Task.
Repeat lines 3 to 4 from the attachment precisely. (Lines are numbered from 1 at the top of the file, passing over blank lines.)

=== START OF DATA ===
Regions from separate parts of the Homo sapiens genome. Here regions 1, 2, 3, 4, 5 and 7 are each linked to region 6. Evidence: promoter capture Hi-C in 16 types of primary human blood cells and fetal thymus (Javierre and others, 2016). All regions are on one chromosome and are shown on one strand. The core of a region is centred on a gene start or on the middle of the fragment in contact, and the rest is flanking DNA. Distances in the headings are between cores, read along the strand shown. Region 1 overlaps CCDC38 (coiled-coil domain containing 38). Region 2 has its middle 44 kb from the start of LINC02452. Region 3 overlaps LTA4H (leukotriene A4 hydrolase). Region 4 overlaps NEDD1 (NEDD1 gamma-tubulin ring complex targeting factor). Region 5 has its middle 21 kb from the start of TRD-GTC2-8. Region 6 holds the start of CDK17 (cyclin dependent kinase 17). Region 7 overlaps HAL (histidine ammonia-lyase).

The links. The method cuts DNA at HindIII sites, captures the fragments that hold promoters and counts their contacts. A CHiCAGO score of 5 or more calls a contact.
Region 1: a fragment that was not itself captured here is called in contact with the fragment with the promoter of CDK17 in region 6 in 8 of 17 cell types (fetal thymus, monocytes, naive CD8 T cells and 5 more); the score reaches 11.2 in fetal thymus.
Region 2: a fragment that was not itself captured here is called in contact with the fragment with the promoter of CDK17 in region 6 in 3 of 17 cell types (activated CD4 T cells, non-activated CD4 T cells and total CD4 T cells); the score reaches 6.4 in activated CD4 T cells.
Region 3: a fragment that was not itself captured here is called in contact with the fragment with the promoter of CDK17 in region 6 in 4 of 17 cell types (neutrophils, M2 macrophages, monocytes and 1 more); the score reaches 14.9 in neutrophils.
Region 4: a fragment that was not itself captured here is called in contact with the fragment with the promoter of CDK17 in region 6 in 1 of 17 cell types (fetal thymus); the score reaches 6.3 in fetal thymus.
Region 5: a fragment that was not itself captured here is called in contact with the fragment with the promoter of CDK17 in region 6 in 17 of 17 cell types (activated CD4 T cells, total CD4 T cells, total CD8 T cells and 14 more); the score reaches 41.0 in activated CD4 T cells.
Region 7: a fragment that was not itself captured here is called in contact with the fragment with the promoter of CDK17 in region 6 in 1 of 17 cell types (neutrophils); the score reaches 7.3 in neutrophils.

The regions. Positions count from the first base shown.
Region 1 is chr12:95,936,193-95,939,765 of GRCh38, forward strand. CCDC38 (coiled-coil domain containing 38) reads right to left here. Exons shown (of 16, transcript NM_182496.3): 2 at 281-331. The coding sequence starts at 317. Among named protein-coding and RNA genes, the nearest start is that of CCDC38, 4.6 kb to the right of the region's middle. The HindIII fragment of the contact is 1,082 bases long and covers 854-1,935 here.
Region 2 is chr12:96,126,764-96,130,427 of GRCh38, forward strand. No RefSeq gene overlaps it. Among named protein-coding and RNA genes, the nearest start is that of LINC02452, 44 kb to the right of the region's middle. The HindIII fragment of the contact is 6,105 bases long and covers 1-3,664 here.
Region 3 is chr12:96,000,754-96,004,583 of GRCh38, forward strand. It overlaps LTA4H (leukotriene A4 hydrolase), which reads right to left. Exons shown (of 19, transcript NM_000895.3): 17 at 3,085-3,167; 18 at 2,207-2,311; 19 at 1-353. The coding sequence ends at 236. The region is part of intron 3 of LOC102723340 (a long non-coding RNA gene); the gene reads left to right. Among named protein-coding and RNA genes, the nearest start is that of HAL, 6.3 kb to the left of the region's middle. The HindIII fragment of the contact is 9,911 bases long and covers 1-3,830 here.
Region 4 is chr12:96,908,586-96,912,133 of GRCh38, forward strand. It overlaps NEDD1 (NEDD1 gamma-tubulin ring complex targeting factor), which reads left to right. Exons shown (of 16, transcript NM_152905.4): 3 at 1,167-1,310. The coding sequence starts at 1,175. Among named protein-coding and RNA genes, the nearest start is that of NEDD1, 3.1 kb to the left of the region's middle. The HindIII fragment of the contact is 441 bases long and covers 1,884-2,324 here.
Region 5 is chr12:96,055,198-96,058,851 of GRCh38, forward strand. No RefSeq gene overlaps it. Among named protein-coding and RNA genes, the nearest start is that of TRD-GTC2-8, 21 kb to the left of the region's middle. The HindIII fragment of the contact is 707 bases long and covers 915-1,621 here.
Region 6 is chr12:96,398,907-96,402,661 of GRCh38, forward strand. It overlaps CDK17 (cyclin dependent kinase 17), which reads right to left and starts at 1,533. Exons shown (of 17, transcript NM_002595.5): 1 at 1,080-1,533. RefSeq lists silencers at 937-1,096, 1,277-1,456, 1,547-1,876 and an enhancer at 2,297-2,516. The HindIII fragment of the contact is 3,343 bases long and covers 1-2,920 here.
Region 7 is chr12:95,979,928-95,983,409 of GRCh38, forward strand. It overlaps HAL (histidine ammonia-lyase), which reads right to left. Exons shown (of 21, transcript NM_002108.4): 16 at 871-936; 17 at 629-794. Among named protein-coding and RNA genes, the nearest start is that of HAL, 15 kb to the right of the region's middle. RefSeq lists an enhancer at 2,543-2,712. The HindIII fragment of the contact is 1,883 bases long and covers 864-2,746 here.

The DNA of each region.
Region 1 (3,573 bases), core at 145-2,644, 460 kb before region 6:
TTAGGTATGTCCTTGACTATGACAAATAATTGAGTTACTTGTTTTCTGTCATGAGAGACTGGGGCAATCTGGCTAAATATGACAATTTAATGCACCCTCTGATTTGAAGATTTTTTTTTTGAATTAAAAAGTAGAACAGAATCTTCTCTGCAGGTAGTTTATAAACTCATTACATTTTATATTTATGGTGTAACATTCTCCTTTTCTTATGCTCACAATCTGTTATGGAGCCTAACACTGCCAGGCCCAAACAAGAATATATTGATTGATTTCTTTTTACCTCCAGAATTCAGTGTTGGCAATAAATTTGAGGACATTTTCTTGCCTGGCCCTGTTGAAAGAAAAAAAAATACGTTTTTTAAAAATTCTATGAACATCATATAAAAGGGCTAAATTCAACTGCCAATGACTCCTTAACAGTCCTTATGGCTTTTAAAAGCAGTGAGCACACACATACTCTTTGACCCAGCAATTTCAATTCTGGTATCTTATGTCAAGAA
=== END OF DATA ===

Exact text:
Region 1: a fragment that was not itself captured here is called in contact with the fragment with the promoter of CDK17 in region 6 in 8 of 17 cell types (fetal thymus, monocytes, naive CD8 T cells and 5 more); the score reaches 11.2 in fetal thymus.
Region 2: a fragment that was not itself captured here is called in contact with the fragment with the promoter of CDK17 in region 6 in 3 of 17 cell types (activated CD4 T cells, non-activated CD4 T cells and total CD4 T cells); the score reaches 6.4 in activated CD4 T cells.